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|Title:||Thickness and air gap dependence of macrovoid evolution in phase-inversion asymmetric hollow fiber membranes|
|Authors:||Widjojo, N. |
|Citation:||Widjojo, N., Chung, T.-S. (2006-10-25). Thickness and air gap dependence of macrovoid evolution in phase-inversion asymmetric hollow fiber membranes. Industrial and Engineering Chemistry Research 45 (22) : 7618-7626. ScholarBank@NUS Repository. https://doi.org/10.1021/ie0606587|
|Abstract:||We have studied, for the first time, the effects of spinneret dimension and its coupling effect with air gap distance on macrovoid evolution. Spinnerets with different annulus gaps, i.e., from 0.05 to 0.50 mm, were fabricated. Hollow fiber membranes spun from thinner spinneret annulus gaps show only inward-pointed long, teardrop, and elliptical shape macrovoids, while those spun from thicker annulus gaps have both inward-and outward-pointed macrovoids. On the basis of SEM examination, it is concluded that nonsolvent intrusion due to local surface instability and skin rupture accounts for most inward- and outward-pointed long macrovoid formation, while the diffusion mechanism with the aid of solutocapillary convection possibly accounts for the formation of small teardrop and elliptical shape macrovoids. In addition, the number of inward-pointed macrovoids increases, while the number of outward-pointed macrovoids decreases with an increase in air gap distance. Clearly, many forces affecting macrovoid formation compete with one another starting from within the spinneret through the air gap region. It is found that (1) the shear stresses developed within the thinner spinneret annulus gaps, (2) the gravity-induced elongational drawing, and (3) the moisture-induced partial phase separation in the air gap region all hinder the nonsolvent intrusion and suppress outward-pointed macrovoid formation. The solutocapillary convection may prevail in thicker annulus gaps and longer air gap distances, and most likely accounts for the formation of small inward-pointed teardrop and elliptical shape macrovoids. © 2006 American Chemical Society.|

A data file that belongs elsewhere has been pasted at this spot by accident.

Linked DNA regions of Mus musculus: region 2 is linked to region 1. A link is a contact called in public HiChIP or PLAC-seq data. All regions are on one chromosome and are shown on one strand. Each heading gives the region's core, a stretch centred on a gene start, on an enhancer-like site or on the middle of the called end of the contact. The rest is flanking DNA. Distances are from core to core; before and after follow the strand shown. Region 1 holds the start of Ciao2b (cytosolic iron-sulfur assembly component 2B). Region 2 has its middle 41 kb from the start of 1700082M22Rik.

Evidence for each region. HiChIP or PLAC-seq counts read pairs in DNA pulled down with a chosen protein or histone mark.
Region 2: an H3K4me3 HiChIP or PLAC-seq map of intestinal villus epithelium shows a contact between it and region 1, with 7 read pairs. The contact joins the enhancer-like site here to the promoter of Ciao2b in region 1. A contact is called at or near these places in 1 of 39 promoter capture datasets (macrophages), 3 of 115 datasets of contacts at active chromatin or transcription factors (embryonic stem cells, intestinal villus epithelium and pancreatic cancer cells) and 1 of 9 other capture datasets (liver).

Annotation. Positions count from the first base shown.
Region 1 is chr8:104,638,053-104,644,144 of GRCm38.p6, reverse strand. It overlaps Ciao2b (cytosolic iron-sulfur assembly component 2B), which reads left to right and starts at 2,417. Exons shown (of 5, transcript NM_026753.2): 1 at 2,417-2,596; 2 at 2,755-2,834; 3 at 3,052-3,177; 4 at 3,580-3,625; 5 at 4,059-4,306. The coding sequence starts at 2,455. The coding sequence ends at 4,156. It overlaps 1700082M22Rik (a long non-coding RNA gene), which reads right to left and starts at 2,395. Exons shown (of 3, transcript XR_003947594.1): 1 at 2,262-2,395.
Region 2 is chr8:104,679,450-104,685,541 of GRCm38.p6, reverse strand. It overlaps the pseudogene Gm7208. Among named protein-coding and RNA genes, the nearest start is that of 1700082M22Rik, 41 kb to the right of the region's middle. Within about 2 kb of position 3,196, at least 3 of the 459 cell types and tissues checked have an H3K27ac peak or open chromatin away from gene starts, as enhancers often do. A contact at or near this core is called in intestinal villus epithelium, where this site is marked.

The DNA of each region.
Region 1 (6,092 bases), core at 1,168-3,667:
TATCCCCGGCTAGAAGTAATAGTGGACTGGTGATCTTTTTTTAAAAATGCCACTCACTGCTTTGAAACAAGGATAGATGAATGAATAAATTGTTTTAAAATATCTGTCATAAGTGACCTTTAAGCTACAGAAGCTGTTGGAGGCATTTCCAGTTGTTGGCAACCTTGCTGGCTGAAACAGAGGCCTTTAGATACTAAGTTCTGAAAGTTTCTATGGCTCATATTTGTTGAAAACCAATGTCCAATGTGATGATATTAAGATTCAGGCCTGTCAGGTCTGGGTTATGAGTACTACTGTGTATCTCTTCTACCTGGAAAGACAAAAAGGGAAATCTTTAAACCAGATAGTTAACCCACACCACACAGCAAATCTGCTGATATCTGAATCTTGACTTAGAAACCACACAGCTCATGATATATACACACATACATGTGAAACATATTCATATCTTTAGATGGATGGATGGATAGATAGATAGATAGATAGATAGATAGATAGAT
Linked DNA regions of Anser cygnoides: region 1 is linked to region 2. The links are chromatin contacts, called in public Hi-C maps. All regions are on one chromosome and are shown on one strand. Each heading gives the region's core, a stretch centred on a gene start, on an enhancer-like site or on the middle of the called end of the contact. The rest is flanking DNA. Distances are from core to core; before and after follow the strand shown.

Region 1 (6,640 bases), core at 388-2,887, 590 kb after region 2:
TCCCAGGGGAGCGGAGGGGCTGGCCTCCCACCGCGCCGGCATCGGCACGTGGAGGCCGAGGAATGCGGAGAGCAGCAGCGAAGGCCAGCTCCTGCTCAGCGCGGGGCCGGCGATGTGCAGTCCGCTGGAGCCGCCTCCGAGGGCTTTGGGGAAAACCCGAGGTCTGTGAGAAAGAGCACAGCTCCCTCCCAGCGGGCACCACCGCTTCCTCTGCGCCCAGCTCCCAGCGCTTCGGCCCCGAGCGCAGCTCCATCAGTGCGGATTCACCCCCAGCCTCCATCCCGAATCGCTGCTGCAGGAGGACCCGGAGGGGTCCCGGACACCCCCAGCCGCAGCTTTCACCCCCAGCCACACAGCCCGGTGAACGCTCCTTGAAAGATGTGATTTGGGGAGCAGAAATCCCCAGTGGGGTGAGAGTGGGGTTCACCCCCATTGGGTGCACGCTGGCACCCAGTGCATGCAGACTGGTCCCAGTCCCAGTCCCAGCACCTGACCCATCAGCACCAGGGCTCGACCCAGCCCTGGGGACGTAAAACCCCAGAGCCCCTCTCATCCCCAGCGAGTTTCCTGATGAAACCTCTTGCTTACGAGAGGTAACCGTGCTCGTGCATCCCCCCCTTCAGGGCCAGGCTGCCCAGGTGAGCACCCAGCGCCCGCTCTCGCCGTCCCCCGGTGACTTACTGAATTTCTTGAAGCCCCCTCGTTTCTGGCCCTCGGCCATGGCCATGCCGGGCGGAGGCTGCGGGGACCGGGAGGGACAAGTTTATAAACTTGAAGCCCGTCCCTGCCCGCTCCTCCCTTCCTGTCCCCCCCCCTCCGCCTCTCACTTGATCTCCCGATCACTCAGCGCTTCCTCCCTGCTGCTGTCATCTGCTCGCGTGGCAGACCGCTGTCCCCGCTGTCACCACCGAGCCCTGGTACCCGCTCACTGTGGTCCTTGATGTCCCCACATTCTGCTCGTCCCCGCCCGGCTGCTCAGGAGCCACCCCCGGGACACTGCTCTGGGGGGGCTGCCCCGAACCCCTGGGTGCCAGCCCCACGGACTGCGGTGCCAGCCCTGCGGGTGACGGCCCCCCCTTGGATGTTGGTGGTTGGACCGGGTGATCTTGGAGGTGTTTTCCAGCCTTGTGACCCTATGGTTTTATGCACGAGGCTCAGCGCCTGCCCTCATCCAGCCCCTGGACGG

|Source Title:||Industrial and Engineering Chemistry Research|
|Appears in Collections:||Staff Publications|
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